#ARCTIC. #SIBERIA. THIS IS TAIMYR. In 1947, the Norilsk village council of deputies’ executive committee gave names to the first Gorstroy (Eng.: City construction) streets in the city’s new part that was just under construction. The Eastern Line was also on this list: the future Talnahskaya street which length is 2 kilometers 800 meters now. Along with the Eastern line were the Southern (future 50 years of October street) and Komsomolskaya lines.
The Eastern Line really was the Norilsk outskirts for a long time. Quarters 17, 22 and 28, memorable to Norilsk residents with cozy two-story houses with arched water conduits, overlooked it from the city side. On the other side there were the Gorlag’s (Eng.: City prison) 6th women’s camp department’s former barracks and the children’s labor colony, and further on there was a wasteland and tundra.
At first, railway tracks ran along the future Talnahskaya street center, and there was the Gorodskaya (Eng.: City) railway station on the supermarket No. 3 place. Freight trains and commuter trains ran along the railway, taking Norilsk residents to Talnah and its mines.
The country learned a new toponym Talnah in 1960, when geologists discovered a new ore deposit. The next decade passed for Norilsk under its sign: all forces and means were directed there, on the Norilka’s right bank.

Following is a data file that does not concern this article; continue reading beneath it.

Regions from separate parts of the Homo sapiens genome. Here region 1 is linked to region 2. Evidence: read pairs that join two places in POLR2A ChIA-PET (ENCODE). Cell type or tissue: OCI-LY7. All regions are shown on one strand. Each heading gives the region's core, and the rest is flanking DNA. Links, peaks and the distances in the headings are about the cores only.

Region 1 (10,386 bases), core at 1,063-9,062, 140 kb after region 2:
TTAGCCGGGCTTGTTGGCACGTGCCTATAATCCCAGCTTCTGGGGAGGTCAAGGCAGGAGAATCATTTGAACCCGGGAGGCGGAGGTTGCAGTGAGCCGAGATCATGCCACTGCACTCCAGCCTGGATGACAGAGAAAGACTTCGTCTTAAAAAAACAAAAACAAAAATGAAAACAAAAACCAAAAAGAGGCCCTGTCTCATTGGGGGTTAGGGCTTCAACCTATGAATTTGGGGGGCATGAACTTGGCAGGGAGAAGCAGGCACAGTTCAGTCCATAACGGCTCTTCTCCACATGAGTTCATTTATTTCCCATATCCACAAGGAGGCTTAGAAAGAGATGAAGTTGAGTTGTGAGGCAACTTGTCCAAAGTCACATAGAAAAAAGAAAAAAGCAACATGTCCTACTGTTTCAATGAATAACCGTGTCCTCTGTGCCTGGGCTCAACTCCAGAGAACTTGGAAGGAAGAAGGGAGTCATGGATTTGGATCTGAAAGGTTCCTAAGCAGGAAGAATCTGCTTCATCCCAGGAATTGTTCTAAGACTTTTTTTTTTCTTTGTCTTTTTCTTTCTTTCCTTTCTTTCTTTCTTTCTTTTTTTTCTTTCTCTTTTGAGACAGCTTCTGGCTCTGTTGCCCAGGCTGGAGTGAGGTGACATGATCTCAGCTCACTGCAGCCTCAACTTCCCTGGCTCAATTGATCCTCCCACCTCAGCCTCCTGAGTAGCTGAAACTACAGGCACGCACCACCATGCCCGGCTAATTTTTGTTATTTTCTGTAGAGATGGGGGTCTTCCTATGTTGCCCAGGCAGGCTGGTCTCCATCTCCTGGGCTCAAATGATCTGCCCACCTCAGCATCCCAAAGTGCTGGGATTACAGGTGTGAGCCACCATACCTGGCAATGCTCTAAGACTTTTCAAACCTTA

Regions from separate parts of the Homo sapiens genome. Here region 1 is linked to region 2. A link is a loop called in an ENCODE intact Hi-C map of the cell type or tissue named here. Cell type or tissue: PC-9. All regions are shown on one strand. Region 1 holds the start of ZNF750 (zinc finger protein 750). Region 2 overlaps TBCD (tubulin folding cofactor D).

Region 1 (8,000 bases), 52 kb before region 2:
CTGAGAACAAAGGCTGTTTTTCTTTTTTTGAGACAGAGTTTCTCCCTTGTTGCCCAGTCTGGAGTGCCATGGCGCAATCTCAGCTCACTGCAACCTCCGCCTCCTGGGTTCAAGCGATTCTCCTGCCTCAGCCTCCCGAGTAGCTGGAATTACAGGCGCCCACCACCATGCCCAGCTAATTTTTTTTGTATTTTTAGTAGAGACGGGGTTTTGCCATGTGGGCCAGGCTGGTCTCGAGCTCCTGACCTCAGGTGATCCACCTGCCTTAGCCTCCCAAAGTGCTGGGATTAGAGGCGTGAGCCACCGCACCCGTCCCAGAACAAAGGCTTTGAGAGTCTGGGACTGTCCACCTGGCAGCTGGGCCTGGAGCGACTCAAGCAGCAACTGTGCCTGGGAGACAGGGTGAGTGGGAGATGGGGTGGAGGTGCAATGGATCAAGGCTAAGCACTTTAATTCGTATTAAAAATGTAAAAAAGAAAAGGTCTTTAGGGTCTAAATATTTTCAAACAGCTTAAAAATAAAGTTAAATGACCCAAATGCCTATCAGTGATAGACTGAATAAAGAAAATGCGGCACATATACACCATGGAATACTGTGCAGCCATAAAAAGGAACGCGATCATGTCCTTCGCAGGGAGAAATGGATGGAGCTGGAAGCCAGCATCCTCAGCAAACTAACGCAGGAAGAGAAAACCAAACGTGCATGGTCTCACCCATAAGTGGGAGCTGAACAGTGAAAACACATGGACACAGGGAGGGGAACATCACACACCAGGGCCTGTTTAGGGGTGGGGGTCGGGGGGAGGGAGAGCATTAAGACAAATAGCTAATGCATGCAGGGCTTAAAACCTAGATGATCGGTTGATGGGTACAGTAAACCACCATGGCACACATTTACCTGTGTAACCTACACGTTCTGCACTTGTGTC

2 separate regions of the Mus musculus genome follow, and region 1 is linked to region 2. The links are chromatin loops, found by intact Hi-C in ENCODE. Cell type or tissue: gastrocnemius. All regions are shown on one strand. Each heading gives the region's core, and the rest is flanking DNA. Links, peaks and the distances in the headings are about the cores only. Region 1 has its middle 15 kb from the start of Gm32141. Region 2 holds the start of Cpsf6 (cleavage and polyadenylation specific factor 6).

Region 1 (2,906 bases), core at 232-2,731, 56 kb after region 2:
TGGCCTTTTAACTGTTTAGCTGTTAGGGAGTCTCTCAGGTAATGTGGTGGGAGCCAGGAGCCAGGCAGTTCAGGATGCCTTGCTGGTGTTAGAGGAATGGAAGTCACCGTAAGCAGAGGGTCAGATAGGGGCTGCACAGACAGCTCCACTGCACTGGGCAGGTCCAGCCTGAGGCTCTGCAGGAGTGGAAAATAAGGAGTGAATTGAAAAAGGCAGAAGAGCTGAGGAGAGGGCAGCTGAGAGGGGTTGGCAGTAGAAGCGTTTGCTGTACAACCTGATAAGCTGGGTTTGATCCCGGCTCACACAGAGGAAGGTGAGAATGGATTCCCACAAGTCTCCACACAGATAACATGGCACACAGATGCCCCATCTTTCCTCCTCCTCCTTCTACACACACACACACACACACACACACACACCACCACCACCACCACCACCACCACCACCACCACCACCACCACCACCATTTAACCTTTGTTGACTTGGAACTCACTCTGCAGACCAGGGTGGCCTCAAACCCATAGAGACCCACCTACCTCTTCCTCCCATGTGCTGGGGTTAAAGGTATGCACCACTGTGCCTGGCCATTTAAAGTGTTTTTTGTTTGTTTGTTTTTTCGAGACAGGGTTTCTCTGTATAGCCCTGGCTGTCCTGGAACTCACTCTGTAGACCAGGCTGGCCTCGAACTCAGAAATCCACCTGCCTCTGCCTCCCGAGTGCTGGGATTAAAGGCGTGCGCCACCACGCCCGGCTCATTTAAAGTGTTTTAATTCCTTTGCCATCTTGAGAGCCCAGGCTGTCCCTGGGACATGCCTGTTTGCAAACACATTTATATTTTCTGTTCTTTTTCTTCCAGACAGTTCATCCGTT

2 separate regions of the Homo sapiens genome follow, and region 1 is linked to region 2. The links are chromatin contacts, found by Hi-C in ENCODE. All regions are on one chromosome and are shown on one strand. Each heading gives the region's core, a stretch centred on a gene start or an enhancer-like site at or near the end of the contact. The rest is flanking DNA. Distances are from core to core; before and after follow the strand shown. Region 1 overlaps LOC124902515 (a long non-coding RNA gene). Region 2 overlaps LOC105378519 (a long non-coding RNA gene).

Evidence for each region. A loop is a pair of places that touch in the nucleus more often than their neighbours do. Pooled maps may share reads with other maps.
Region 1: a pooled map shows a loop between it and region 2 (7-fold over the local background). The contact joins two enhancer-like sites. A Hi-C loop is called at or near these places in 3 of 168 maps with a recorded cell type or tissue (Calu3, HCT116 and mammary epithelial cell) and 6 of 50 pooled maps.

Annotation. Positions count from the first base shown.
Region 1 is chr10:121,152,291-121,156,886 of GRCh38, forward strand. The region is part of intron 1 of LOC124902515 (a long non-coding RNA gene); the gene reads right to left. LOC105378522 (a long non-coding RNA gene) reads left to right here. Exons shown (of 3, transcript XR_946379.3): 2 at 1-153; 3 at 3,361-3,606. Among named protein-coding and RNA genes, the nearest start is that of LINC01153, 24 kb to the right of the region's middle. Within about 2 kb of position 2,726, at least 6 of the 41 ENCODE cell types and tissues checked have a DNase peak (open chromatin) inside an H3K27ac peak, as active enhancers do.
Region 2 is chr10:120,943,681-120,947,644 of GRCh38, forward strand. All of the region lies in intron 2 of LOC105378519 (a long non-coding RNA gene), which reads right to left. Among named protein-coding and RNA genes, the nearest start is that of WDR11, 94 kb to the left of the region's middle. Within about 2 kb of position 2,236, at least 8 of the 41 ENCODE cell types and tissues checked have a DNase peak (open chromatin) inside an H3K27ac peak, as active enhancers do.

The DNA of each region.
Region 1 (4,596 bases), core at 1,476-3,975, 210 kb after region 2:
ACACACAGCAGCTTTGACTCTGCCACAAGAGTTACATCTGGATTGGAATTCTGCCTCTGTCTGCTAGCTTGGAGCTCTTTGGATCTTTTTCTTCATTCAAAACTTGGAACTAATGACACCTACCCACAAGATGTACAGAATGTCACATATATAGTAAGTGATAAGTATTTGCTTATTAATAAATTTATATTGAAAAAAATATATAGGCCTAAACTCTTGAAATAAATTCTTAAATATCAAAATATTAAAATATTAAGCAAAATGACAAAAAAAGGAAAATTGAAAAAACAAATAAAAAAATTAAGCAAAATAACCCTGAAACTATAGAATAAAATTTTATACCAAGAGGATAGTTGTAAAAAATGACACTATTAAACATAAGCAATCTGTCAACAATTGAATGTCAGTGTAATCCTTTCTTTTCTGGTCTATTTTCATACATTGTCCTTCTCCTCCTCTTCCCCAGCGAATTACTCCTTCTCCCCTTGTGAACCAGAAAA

And the Eastern line stretched after the growing city and waved its entire length by that time. In 1966, two streets were ‘cut out’ from it: Talnahskaya and Begicheva streets.
By the way, once Talnahskaya street had almost lost her beautiful name. In 1981, most of it was wanted to be renamed Kosygin avenue. Alexei Kosygin, the Council’s of Ministers of the USSR chairman, Soviet Prime Minister, the second figure in the state, had visited Norilsk twice. Fortunately, the renaming did not happen.
In the History spot photo project previous publication we told about Alexey Loginov.
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Text: Svetlana Ferapontova, Photo: Nornickel Polar Division archive